JAMES CLARK ROSS (1800-1862)
A Voyage of Discovery and Research in the Southern and Antarctic Regions, during the years 1839-43. London: Spottiswoode and Shaw for John Murray, 1847. 2 volumes, 8° (258 x 138mm). 8 lithographic plates, one folding, 7 engraved maps, 2 folding, and 18 wood-engraved vignettes. (Frontispieces lightly offset onto titles.) Contemporary polished calf, boards with borders of gilt double rules, spines gilt in compartments, gilt morocco lettering-pieces in 2, others decorated in gilt, marbled edges (some rubbing and chipping, rebacked retaining original spines).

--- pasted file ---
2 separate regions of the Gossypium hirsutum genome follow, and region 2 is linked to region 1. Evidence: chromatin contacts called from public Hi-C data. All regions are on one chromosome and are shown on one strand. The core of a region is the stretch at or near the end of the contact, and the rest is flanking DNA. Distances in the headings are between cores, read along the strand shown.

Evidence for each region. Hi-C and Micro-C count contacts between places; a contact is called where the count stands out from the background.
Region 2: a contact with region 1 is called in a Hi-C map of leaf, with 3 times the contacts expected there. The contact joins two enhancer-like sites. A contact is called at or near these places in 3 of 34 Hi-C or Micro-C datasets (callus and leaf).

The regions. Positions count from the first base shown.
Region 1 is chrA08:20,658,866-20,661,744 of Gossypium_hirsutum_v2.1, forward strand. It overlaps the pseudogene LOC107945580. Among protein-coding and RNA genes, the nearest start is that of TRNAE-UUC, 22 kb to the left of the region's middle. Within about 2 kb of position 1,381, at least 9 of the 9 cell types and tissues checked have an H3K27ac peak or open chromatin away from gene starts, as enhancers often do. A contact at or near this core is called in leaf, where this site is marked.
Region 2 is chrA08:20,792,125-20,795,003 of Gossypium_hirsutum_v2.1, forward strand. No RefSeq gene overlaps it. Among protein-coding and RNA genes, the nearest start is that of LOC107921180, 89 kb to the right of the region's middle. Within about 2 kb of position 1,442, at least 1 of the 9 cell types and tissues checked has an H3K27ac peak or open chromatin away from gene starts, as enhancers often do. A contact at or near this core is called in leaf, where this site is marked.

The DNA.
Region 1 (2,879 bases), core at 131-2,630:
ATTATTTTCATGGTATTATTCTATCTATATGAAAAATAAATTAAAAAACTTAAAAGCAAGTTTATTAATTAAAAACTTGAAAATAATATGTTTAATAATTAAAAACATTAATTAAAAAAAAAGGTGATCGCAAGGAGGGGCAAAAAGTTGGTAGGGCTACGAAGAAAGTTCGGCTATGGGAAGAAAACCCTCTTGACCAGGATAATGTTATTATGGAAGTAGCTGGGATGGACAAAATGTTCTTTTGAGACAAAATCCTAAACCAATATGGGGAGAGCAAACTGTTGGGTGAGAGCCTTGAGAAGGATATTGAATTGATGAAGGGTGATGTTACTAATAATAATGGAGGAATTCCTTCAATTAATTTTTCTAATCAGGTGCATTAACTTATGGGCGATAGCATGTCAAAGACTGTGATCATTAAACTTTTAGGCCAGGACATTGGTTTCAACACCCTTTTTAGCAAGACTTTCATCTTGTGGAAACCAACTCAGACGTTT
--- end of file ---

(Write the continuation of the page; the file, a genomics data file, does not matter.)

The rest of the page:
FIRST EDITION OF THE CORNERSTONE OF ANTARCTIC LITERATURE. The British Naval Expedition on which Ross commanded HMS Erebus and Francis Crozier commanded the Terror circumnavigated the Antarctic continent and was the first to force a way through the ice pack of the Ross Sea. The ships discovered and roughly charted 900 kilometers of new coastline in Victoria Land, discovered Mount Erebus, Ross Island and Ross Ice Shelf, and surveyed Joinville, James Ross and Franklin islands. Also on the voyage were surgeons Joseph Dalton Hooker and Robert McCormick, who included this voyage in the compendium of his own voyages in 1884. Further surveys were made in the South Shetland Islands, the Îles Crozet, Kerguelen and Auckland Islands as well as the Chathams, the Falklands and Tierra del Fuego. Ross devotes some pages to a criticism of Charles Wilkes' claim in 1845 to have proven the 'continental character' of Antarctica on his voyage and includes a portion of the log of John Baleny in the Eliza Scott in the Antarctic in 1839. Ross was a veteran polar navigator by 1839, having sailed on Parry's Arctic voyages (1819-1825) and with his uncle, Sir John Ross, on his Arctic voyage (1829-1833). Although some of Ross's contemporaries found his account dry, it remains 'a monument to one of mankind's greatest expeditions of geographical and scientific exploration' (Rosove). Rosove 276; Conrad p. 61; Headland 689; Hill 1487.